The addition or conservation of soil organic matter is the basis for implementing most sustainable soil management practices. Increasing soil organic matter can improve soil structure or aggregation, increase the nutrient-holding capacity, and support a more diverse soil microbial community. The resulting soil structure improvements can lead to reduced erosion, better root growth, greater infiltration and drainage in clay soils, and an increased water-holding capacity in well-drained soils. For the sandy soils found in many parts of the southern United States, increasing organic matter levels can greatly increase water-holding capacity and the retention of soil nutrients.

What Is Soil Health?

Soil health is a measure of the ability of the soil to provide services, such as supporting plant and animal growth and maintaining water and air quality.

How Do You Measure It?

Soil health is complex, and changes to it are measured by monitoring soil microbial populations, soil chemical properties, the speed of water infiltration into the soil, and the ability of the soil to resist erosion and maintain soil aggregates. These qualities of the soil will change based on how the soil is managed and are good indicators of the soil's ability to function to support plant growth.

While there are soil microorganisms that are well known for causing plant disease, there are also soil microorganisms that promote plant growth. Beneficial soil microorganisms contribute to plant growth by producing plant growth-promoting hormones, providing protection from or inhibiting plant pathogens, fixing nitrogen (such as Rhizobia bacteria), enhancing plant drought tolerance, increasing soil aggregation, or converting nutrients in the soil into forms that plants can use. Just as a city has many different types of jobs that must be filled by people who have diverse skills, the soil benefits from diverse soil microorganisms that are capable of performing different jobs in the soil community. However, strawberry systems with histories of annual fumigation or low levels of soil organic matter often lack healthy and active populations of beneficial microorganisms in the soil. By implementing practices that increase soil organic matter and conserve soil microbe diversity, growers can take advantage of beneficial soil microorganisms’ natural ability to suppress disease-causing microorganisms and promote nutrient cycling.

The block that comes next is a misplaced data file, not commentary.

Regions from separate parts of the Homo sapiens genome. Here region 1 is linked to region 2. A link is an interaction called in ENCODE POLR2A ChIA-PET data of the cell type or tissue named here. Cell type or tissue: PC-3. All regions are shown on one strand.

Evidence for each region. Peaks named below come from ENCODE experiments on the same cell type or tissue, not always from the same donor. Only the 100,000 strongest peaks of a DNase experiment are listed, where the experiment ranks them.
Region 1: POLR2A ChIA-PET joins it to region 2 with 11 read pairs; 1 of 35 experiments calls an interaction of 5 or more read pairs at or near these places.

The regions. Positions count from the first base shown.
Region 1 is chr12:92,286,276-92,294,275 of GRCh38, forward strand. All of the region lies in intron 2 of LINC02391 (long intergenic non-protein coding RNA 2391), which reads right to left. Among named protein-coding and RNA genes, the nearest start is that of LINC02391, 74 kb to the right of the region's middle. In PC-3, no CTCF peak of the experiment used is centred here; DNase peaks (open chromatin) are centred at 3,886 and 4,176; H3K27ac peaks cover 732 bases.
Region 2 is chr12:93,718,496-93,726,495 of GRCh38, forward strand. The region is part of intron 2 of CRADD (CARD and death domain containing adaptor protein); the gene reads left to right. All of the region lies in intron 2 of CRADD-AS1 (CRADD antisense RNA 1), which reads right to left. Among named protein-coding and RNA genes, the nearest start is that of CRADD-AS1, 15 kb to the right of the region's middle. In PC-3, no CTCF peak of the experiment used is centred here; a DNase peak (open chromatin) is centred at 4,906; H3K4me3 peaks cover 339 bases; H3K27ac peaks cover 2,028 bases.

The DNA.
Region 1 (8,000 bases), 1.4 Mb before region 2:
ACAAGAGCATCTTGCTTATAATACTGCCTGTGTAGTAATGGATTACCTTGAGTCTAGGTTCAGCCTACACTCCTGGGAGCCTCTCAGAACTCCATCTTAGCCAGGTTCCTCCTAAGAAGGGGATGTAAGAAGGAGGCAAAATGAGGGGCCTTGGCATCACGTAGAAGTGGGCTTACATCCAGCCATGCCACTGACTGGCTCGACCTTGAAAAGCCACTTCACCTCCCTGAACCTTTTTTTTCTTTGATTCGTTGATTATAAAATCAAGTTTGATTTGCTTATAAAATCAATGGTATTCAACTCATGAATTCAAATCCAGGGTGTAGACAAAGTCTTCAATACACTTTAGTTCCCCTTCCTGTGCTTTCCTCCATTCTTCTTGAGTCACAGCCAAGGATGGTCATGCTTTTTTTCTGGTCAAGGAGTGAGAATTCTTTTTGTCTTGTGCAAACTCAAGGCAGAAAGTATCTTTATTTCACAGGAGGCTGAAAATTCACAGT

Finally, certain sustainable soil management practices, like the use of compost and cover cropping, can contribute nitrogen, phosphorous, potassium, and micronutrients to the soil.

Pest Management

Pests are organisms, including insects, mites, microorganisms (for example, fungi, bacteria, and nematodes), or weeds, that negatively affect crop health. One key to reducing pest pressure on a farm is to select cultural management practices that break up the pest life cycle. Soil management practices such as crop rotation, cover cropping, or additions of compost can interrupt pest life cycles and contribute to reductions in pest population growth in addition to increasing soil organic matter. Many of these management strategies depend on selection of crops that are not hosts to the pest organism, which disrupts the pest life cycle and can reduce the populations of the pest over time. Rotating crops that are not hosts to the pest organism can be an effective strategy if used long enough. Generally three-to-five-year cycles of crop rotation are recommended.

Another way to naturally suppress pest populations is to maintain populations of beneficial insects or microorganisms on the farm. Beneficial insects or microbes are those that feed on or otherwise kill pest organisms that damage the crop. Important considerations for promoting populations of beneficial organisms include providing appropriate habitats for them and planning any pesticide applications so that nontarget effects are minimized.

Environmental Impacts

Pesticide drift, fertilizer runoff, erosion from alleyways or bare ground, and air pollution from fumigation are some potential negative environmental impacts of strawberry production. Sandy soils that are low in organic matter are particularly prone to fertilizer losses through leaching. Some of these negative impacts can be reduced by using appropriate pesticide and fumigation practices and by planting cover crops in fallow fields or in alleyways to reduce the amount of time the soil is bare. Using compost and cover crops as nutrient sources also generally reduces the potential of nutrient loss due to leaching and runoff as compared to chemical fertilizer sources.